Home / India / Global Drug Survey: Indians lead the world by seeking help to reduce drug intake

Global Drug Survey: Indians lead the world by seeking help to reduce drug intake



A worldwide study of recreational drug use, where respondents from India were interviewed for the first time, has shown that Indians – more than from other nationalities – seek help to reduce their alcohol consumption.

Alcohol, tobacco and cannabis were the most common stimulants used by Indians. Of the nearly 1 000 000 respondents from 30 countries, the Indians reported on average 41 times & # 39; drunk & # 39; – behind the UK, the US, Canada, Australia and Denmark in that order, but well above the global average of 33 times.

The Global Drug Survey (GDS) is an anonymous, online survey that uses a detailed questionnaire to assess trends in drug use and self-reported harm among regular drug users and early adopters of new trends. Although the survey is not designed to determine the prevalence of drug behavior in a population, it sheds light on "stigmatized behavior and health outcomes of a hidden population that is otherwise difficult to achieve … and can be used to inform targeted interventions", according to a description by the organization in editorial commentary 2018 in the medical journal Lancet.

Indian respondents to the survey, conducted online October-December 2018, appeared more than other nationalities who wanted to help reduce their alcohol consumption. According to the 2019 GDS, 51% of respondents wanted to drink & # 39; less & # 39; in the following year and 41% & # 39; wanted help & # 39; – again the highest percentage of other countries.

"It can really reflect the great concern among drinkers that they are aware of consuming at levels that are known to be harmful," said Adam Winstock, one of the main authors of the survey, in an email . Mr. Winstock is a London-based psychiatrist and founder and director of the GDS.

About 6% of the female Indians surveyed reported that they had been looking for & # 39; emergency medical treatment & # 39; The global female average was around 13%.

None of the men in India indicated seeking medical treatment compared to the global average of 12%.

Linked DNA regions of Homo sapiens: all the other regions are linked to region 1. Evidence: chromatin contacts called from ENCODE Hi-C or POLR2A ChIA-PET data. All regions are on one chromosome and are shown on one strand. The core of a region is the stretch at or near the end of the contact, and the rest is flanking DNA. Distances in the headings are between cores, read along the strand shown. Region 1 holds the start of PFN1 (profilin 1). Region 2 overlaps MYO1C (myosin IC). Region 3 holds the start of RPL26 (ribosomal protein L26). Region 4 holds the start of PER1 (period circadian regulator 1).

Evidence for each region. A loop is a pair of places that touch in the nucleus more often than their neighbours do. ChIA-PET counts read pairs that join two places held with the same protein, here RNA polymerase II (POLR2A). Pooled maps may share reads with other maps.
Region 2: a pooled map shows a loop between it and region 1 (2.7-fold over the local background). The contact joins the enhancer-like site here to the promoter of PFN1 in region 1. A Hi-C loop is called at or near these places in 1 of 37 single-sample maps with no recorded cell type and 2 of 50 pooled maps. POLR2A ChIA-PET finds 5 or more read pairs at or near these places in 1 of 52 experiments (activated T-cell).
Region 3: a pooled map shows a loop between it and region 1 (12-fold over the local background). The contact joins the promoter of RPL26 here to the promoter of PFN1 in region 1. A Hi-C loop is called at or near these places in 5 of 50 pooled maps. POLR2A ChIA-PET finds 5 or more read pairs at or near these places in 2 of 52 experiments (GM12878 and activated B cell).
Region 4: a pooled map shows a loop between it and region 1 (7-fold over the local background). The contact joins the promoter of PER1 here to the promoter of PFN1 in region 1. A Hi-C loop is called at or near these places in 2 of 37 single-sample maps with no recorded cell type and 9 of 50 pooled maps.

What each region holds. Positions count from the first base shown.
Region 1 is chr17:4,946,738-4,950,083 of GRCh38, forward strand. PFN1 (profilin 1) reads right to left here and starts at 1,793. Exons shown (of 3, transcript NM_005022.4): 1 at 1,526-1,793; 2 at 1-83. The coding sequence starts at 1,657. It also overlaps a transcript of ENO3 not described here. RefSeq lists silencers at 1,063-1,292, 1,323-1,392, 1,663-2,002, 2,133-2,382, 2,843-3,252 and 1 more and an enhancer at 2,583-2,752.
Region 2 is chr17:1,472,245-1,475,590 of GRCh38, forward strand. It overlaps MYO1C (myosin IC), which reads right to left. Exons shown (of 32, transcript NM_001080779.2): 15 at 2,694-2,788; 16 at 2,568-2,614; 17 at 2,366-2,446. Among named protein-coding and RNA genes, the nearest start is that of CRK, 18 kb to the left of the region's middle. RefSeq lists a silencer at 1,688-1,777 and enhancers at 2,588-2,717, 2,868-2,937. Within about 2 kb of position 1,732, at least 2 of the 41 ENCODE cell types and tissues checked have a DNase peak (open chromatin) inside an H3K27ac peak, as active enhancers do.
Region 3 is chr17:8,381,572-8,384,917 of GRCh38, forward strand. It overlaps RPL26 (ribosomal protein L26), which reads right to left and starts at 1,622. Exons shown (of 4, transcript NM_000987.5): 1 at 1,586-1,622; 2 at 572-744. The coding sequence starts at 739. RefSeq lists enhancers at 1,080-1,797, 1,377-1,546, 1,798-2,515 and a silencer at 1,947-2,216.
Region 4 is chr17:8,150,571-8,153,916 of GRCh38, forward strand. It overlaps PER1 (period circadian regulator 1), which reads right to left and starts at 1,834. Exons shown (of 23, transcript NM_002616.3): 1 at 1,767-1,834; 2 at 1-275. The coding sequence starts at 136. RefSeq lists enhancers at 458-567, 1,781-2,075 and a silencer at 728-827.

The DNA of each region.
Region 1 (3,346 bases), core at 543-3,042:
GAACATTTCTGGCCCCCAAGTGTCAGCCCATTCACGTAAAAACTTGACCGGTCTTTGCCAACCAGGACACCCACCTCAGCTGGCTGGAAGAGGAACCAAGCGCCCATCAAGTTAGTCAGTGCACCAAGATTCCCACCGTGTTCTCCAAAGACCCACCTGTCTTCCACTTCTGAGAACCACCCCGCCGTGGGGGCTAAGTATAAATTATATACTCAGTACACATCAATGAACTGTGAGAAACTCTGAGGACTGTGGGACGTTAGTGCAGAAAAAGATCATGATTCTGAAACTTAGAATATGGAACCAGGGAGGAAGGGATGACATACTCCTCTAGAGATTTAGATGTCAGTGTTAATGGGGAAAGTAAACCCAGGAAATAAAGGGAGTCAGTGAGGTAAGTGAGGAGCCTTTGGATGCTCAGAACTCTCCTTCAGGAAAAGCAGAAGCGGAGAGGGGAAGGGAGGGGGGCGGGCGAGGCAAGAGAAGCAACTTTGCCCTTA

71% enjoy being drunk

Indians said they liked to be drunk & # 39; in 71% of cases – close to the global average of 74% and 15 places under world leader Portugal, of which the respondents enjoyed 82% of the occasions.

Adam Winstock, one of the main authors of the study, emphasized that there were only about 850 respondents from India and they did not represent the larger population.

The Indians surveyed were mostly male and 25-34 years old. A third of the respondents "had been at least four times in the past year".

While 43% of the approximately 250 Indians surveyed reported using cannabis and 44% said they had obtained it from & # 39; well-known dealers & # 39 ;, 21% said they received their solution & # 39; from friends & # 39 ;.

Less cannabis

Only 2% went in search of emergency medical treatment after using cannabis, but 51% said they had & # 39; less cannabis & # 39; wanted to use in the following year, similar to alcohol consumption; more than any other nationality and well above the global average of 31%.

Alcohol and tobacco separately, the most commonly used drugs worldwide were cannabis, MDMA (or Ecstacy), cocaine, amphetamines, LSD (or & # 39; acid & # 39;), mushrooms & benzodiazepines, prescription opioids, ketamine, laughing gas.

The survey also found that around 14% (11,000) worldwide reported being sexually abused and drunk during their last 12 months. There were no figures available from India.


Source link